Supreme Court rejects challenge to Matt Whitaker's appointment as acting attorney general

Opponents of his appointment said he was not qualified for the position because he was not subject to Senate confirmation.
Matt Whitaker
Matt Whitaker, then a Republican Senate candidate in Iowa, before a televised debate in 2014.Charlie Neibergall / AP file

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By Pete Williams

WASHINGTON — The Supreme Court on Monday rejected a challenge to the appointment of Matt Whitaker as acting attorney general.

President Donald Trump appointed him on Nov. 7, shortly after Attorney General Jeff Sessions announced that he was stepping down at the president's request. Whitaker had been serving as chief of staff to Sessions.

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Opponents of his appointment said he was not qualified for the position because he had not been subject to Senate confirmation. Their vehicle for the challenge was a pending case against the attorney general, who was Sessions when the case was filed in June. The challengers asked the justices to rule that the name on the case should be changed to Rod Rosenstein, who they said is actually the acting attorney general.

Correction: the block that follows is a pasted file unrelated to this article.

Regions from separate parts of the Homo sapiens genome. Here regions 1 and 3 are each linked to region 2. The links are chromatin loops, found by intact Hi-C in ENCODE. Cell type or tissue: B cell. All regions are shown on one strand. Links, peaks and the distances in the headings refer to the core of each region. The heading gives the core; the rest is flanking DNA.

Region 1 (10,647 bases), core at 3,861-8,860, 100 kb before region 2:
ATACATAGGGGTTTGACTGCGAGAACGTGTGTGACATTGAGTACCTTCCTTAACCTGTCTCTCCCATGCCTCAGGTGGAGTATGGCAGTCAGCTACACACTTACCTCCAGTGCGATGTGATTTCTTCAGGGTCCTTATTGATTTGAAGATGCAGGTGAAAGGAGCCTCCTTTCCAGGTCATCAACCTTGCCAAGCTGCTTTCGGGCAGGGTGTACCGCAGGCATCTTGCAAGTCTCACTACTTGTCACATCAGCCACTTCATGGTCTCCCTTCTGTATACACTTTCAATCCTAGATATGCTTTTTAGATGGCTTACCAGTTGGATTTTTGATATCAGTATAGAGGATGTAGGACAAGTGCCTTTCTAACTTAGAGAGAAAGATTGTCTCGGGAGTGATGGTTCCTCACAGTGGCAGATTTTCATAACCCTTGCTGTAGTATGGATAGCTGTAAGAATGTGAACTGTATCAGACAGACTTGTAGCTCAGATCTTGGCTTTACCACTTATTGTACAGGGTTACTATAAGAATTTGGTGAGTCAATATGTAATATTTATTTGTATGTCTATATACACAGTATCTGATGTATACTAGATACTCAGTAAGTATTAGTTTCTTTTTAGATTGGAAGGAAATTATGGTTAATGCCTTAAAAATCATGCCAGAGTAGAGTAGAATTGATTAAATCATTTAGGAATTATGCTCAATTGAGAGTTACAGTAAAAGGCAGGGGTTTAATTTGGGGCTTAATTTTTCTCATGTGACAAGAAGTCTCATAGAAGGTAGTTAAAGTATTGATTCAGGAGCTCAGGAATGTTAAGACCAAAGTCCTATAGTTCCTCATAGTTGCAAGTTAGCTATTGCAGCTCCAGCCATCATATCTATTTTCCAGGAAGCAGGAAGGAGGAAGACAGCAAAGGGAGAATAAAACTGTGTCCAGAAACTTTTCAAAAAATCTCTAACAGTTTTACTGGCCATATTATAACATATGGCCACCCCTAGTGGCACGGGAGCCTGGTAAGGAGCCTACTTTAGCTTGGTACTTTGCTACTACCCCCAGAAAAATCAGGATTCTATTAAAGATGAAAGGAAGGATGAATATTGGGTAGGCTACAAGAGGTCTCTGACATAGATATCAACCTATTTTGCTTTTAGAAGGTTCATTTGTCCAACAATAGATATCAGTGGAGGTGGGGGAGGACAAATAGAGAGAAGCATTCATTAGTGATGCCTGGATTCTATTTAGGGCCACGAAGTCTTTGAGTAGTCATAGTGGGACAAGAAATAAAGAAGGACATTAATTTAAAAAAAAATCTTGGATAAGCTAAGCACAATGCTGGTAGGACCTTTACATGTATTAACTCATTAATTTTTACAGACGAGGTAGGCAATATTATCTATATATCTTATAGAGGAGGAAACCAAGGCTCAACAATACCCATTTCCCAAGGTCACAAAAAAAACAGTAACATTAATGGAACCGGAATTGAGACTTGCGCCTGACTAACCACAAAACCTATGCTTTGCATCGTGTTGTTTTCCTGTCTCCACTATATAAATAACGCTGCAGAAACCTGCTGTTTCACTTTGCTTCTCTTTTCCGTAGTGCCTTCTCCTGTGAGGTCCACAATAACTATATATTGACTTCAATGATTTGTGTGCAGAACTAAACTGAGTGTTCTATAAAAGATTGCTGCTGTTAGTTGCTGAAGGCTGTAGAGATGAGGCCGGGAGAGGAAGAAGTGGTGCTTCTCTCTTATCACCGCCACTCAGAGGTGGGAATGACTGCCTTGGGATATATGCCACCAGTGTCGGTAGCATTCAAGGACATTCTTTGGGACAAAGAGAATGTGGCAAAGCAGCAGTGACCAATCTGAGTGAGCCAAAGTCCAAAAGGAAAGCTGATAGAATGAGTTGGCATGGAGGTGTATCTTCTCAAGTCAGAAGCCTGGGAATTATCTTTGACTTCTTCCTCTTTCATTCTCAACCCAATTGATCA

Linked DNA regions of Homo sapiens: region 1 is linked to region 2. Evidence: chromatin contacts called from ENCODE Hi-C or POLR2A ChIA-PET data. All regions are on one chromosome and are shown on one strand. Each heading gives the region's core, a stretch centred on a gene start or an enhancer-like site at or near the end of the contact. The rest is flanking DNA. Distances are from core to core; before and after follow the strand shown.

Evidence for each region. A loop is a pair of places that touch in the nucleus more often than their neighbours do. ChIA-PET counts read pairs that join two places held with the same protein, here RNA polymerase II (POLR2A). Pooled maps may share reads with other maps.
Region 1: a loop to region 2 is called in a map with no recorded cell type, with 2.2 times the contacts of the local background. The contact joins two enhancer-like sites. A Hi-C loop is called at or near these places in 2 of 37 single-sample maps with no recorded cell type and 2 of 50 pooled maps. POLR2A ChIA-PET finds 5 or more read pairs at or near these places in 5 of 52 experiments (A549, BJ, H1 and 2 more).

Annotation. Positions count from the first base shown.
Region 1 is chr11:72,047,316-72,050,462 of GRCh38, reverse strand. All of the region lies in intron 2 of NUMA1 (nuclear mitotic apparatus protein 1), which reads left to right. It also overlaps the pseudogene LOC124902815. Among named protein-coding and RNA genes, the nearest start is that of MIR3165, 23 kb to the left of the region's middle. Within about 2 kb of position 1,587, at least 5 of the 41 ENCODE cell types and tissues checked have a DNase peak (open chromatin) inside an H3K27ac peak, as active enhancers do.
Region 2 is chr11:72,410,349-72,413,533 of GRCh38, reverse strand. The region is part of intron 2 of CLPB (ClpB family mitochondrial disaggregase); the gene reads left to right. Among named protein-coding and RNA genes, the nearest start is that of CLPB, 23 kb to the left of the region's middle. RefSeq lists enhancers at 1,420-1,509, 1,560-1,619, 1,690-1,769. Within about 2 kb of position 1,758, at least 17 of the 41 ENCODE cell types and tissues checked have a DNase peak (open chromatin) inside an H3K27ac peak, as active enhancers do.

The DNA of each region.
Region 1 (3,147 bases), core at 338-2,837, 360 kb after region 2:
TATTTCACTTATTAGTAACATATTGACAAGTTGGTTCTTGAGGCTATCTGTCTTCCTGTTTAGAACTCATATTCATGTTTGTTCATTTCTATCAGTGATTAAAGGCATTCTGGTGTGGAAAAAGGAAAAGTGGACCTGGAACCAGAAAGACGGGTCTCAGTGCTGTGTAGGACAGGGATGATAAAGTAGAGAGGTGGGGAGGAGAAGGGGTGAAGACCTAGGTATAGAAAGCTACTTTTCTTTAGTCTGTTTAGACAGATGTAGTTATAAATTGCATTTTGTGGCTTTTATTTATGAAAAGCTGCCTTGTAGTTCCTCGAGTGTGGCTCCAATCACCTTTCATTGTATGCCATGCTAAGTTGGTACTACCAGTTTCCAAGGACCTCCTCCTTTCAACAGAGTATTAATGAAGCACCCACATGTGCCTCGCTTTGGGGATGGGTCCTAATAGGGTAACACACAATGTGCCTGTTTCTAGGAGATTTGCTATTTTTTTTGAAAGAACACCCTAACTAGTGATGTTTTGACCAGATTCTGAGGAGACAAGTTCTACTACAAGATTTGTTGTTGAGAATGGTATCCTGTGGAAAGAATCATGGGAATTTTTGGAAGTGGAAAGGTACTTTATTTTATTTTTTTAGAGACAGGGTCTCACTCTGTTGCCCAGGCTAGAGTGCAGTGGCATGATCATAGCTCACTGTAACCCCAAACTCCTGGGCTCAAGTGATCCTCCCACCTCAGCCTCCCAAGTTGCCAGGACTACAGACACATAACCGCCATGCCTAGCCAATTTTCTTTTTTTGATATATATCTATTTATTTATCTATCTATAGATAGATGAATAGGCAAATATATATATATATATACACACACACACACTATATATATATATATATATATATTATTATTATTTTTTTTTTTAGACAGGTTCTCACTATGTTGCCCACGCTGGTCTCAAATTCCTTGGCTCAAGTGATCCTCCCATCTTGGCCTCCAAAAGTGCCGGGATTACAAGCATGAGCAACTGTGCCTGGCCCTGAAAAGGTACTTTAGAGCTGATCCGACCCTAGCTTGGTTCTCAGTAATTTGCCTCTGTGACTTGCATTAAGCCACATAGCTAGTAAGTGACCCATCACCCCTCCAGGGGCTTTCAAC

The Supreme Court case was originally brought by a Nevada man, Barry Michaels, who asked the justices to rule that the right to own a gun should not be taken away from someone convicted of certain nonviolent felonies.

On Monday, in a brief order, the court denied the motion to take Whitaker's name off the case and also said it would not hear the Michaels gun case.

A similar challenge to the Whitaker appointment is pending in federal court in Maryland.

The Trump administration has vigorously defended Whitaker's appointment. An opinion from the Justice Department's Office of Legal Counsel said the government has identified over 160 times throughout U.S. history when presidents appointed non-Senate-confirmed government officials to serve in high level positions. In recent years, the opinion said, such appointments were made by Presidents George W. Bush and Barack Obama.

The opinion said that while courts have held that the Constitution requires principal officers to be confirmed by the Senate, "it does not follow that Acting Attorney General should be understood to be one," because the person appointed to serve in that capacity is not in a "continuing and permanent" position.